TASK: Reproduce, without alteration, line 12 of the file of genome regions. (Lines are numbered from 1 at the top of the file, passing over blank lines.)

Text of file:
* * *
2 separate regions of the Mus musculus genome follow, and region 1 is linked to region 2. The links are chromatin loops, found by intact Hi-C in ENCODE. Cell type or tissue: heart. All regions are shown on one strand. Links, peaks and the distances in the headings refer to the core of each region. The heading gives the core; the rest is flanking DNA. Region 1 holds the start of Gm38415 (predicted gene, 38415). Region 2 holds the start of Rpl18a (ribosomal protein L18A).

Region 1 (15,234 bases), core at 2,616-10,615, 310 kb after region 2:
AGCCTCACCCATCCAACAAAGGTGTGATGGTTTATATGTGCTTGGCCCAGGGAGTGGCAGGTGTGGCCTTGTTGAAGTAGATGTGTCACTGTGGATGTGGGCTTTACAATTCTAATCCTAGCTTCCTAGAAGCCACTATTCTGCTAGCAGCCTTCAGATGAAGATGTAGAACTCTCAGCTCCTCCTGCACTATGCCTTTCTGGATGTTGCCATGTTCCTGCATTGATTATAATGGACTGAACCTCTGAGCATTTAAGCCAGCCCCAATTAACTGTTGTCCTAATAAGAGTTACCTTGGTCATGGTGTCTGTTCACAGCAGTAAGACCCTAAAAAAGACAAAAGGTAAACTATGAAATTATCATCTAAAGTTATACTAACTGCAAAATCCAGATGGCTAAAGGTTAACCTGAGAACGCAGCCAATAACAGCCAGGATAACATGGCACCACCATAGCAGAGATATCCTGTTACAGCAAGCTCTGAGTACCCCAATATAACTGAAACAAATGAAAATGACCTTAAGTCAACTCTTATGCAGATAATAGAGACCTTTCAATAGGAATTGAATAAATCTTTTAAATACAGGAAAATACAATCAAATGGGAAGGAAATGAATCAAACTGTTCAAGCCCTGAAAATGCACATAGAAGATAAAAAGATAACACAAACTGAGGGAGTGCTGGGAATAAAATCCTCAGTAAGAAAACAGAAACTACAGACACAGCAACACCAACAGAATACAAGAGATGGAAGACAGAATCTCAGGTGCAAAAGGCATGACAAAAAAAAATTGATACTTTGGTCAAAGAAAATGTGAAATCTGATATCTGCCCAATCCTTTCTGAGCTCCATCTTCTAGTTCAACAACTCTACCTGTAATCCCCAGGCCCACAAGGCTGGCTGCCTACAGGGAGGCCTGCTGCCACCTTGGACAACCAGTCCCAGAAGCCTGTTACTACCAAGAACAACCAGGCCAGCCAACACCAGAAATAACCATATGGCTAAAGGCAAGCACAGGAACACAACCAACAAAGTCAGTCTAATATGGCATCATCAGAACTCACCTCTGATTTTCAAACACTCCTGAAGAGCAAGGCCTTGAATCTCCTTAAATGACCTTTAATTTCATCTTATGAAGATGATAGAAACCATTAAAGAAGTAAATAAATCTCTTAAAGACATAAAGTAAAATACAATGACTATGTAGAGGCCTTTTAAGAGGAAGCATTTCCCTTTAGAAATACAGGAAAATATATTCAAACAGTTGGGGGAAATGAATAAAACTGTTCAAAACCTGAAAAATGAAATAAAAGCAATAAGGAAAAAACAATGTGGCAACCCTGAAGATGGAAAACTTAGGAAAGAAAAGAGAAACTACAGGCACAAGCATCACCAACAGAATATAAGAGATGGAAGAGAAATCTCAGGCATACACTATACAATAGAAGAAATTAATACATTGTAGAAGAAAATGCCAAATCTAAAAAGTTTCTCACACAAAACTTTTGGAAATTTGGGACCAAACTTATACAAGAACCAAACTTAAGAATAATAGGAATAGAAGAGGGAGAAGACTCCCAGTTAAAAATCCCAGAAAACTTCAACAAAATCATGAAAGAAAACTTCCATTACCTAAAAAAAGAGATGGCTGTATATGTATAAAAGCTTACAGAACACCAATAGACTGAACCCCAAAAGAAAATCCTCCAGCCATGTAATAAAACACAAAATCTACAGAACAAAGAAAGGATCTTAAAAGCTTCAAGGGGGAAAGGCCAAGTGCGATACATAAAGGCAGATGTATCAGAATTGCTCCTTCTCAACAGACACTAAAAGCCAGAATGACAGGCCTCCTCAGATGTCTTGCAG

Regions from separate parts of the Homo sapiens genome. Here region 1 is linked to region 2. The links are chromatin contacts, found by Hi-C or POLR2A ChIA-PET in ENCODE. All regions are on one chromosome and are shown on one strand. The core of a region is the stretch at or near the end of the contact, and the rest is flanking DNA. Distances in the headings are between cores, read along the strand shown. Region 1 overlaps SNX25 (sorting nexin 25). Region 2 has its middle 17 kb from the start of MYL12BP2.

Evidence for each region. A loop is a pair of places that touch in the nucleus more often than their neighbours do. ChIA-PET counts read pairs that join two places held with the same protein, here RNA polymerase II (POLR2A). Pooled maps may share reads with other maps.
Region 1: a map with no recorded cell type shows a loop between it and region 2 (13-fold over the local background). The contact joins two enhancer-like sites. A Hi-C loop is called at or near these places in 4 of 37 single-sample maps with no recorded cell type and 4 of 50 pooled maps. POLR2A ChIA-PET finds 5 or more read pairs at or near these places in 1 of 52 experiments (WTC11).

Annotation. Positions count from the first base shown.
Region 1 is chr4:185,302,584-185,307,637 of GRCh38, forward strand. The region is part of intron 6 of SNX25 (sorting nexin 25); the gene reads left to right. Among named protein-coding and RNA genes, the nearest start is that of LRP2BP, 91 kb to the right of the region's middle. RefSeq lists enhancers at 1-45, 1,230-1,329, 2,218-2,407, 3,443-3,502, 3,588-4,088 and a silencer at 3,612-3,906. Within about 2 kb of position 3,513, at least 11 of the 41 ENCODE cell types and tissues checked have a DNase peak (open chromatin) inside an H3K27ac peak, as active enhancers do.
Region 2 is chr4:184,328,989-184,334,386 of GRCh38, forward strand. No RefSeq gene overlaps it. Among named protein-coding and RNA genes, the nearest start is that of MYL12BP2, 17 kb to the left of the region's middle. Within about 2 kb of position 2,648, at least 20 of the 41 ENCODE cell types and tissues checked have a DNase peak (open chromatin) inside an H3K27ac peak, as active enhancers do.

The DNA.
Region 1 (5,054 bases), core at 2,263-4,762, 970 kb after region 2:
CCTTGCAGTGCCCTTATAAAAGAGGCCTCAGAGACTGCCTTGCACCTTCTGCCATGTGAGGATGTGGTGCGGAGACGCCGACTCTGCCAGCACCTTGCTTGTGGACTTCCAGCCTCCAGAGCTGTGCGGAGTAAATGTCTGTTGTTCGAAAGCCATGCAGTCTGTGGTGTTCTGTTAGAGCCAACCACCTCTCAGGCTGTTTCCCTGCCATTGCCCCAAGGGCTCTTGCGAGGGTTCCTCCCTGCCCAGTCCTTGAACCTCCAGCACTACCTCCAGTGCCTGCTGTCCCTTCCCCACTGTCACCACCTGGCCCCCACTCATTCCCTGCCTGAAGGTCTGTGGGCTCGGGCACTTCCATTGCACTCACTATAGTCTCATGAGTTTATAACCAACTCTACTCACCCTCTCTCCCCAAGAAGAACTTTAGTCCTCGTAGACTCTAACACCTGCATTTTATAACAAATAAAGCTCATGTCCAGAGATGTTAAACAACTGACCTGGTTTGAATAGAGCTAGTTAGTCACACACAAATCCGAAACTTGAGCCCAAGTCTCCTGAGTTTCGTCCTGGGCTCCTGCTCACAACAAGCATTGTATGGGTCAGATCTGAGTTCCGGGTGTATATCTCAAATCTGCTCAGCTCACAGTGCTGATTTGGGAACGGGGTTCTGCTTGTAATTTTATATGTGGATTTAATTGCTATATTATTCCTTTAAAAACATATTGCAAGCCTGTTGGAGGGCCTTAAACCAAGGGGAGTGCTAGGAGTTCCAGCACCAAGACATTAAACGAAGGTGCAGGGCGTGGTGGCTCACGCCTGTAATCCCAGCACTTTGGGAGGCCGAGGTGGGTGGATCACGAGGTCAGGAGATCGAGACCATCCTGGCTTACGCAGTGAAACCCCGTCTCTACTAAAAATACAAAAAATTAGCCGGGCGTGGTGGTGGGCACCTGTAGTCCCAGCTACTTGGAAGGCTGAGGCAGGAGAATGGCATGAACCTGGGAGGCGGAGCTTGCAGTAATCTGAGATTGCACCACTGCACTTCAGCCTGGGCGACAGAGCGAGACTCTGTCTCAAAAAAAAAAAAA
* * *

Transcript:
CCTTGCAGTGCCCTTATAAAAGAGGCCTCAGAGACTGCCTTGCACCTTCTGCCATGTGAGGATGTGGTGCGGAGACGCCGACTCTGCCAGCACCTTGCTTGTGGACTTCCAGCCTCCAGAGCTGTGCGGAGTAAATGTCTGTTGTTCGAAAGCCATGCAGTCTGTGGTGTTCTGTTAGAGCCAACCACCTCTCAGGCTGTTTCCCTGCCATTGCCCCAAGGGCTCTTGCGAGGGTTCCTCCCTGCCCAGTCCTTGAACCTCCAGCACTACCTCCAGTGCCTGCTGTCCCTTCCCCACTGTCACCACCTGGCCCCCACTCATTCCCTGCCTGAAGGTCTGTGGGCTCGGGCACTTCCATTGCACTCACTATAGTCTCATGAGTTTATAACCAACTCTACTCACCCTCTCTCCCCAAGAAGAACTTTAGTCCTCGTAGACTCTAACACCTGCATTTTATAACAAATAAAGCTCATGTCCAGAGATGTTAAACAACTGACCTGGTTTGAATAGAGCTAGTTAGTCACACACAAATCCGAAACTTGAGCCCAAGTCTCCTGAGTTTCGTCCTGGGCTCCTGCTCACAACAAGCATTGTATGGGTCAGATCTGAGTTCCGGGTGTATATCTCAAATCTGCTCAGCTCACAGTGCTGATTTGGGAACGGGGTTCTGCTTGTAATTTTATATGTGGATTTAATTGCTATATTATTCCTTTAAAAACATATTGCAAGCCTGTTGGAGGGCCTTAAACCAAGGGGAGTGCTAGGAGTTCCAGCACCAAGACATTAAACGAAGGTGCAGGGCGTGGTGGCTCACGCCTGTAATCCCAGCACTTTGGGAGGCCGAGGTGGGTGGATCACGAGGTCAGGAGATCGAGACCATCCTGGCTTACGCAGTGAAACCCCGTCTCTACTAAAAATACAAAAAATTAGCCGGGCGTGGTGGTGGGCACCTGTAGTCCCAGCTACTTGGAAGGCTGAGGCAGGAGAATGGCATGAACCTGGGAGGCGGAGCTTGCAGTAATCTGAGATTGCACCACTGCACTTCAGCCTGGGCGACAGAGCGAGACTCTGTCTCAAAAAAAAAAAAA